> A suspect a good compromise would be for PM to detect this particular error condition and allow users to permit this error.

          How would this exactly work? How would a browser know whether it's really a SyntaxError or a real feature that isn't supported yet?

          > Oddly, an early userland workaround, involving disabling HSTS via the Palemoon Commander utility, is no longer available as the disable option was removed from the utility.

          That has been moved to the main preferences window, which means you no longer need an extension to have a GUI option for toggling HSTS.

  9. chivo243 Silver badge

    Call me Danny Glover

    I'm getting to old for this sh!t. Brave was a good alternative when I started using it, now I read some not so flattering stuff, I always had FF as a backup, and use it regularly for all my 'inside the network stuff' modem GUI, NAS, PI-Hole, switch GUI etc... and should Brave not render or play nicely with a page, I'll give it a try in FF.

    Someone wake me when the Browser war is over, and let me know who won?

    Thanks!

    I still remember Camino!

    1. RPF

      Re: Call me Danny Glover

      Camino - what a great little browser that was.

  10. RPF
    Pint

    Thanks

    See title.

    Been trying to get away from Chrome/Brave/Safari and find something friendlier/more secure for some time. This helped a lot.

  11. Maryland, USA

    Tablet users need not apply

    I wish articles like this one would clarify that these benefits apply to desktop Firefox only. They are not available in Firefox for Android and iOS.

    1. lglethal Silver badge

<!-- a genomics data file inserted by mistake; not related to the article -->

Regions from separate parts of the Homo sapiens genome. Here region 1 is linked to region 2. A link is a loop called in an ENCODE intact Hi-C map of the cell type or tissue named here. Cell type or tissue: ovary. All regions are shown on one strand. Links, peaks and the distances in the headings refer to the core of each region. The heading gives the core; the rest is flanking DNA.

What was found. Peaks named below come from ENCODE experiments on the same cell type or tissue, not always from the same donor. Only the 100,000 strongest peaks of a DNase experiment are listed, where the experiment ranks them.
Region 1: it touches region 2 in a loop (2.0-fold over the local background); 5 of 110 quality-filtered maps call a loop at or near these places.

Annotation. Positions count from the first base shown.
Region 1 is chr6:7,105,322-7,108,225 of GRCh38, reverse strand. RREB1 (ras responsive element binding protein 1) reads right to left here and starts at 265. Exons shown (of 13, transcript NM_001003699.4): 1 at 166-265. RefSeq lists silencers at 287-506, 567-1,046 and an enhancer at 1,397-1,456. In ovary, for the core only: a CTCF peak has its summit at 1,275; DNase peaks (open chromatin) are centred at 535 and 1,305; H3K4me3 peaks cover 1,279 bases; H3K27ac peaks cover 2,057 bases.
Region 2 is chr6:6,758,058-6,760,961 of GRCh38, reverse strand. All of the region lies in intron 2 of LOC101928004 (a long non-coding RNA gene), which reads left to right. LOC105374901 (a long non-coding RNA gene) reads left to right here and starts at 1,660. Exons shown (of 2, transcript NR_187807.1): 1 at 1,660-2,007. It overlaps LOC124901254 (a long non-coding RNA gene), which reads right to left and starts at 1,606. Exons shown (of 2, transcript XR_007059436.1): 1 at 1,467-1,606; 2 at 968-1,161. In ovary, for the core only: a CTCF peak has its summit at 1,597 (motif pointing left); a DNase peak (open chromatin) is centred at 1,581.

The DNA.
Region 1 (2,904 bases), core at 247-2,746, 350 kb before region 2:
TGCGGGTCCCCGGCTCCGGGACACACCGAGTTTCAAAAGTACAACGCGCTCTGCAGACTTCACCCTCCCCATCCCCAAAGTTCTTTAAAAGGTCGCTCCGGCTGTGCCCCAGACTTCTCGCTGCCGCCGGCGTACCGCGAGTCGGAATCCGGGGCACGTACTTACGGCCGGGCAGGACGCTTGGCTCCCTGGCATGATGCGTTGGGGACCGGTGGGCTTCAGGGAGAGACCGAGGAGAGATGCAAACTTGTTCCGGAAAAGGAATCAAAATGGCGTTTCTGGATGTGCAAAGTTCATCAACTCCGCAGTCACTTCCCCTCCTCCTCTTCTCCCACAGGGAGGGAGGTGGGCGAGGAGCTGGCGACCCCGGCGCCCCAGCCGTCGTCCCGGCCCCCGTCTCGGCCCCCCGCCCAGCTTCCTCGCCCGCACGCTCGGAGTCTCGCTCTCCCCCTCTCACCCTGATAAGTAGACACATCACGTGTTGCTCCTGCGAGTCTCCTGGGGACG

Stop

      Re: Tablet users need not apply

      Yep I was more than happy with Firefox on both Desktop and Mobile, but then they basically locked down the Mobile version, made it significantly slower than anything else, and basically said "Deal with it!".

      So I did, I moved to Brave for Mobile. Is it a better choice? It's faster for sure. It's far from perfect, but at least it's up to date (so less attack surface than Waterfox or the other forks), is not either from Apple, Google or Microsoft, and it doesnt get in the way of my browsing like Firefox seemed to continually want to do. If there was something else of a high enough standard I might try it, but for now it will do.

      On Desktop, Firefox is still winning but only because of the extensions. Mozilla really do need to stop shooting themselves in the foot though, every change seems to be designed to annoy their user base...

      1. Updraft102 Silver badge

        Re: Tablet users need not apply

        A mobile browser without robust text reflow is not fit for purpose, IMO. The only one that works that I know of is Opera.

    2. David 132 Silver badge

      Re: Tablet users need not apply

      To be fair to Mozilla, they have little scope for innovation on the ios platform. Their hands are somewhat tied by Apple’s restrictions.

    3. Graham Dawson Silver badge

      Re: Tablet users need not apply

      On Android, you can replace Firefox with fennec from the f-droid store. It's usually a version behind, but it removes a lot of tracking and the extension restrictions.

  12. Throgmorton Horatio III
    Thumb Down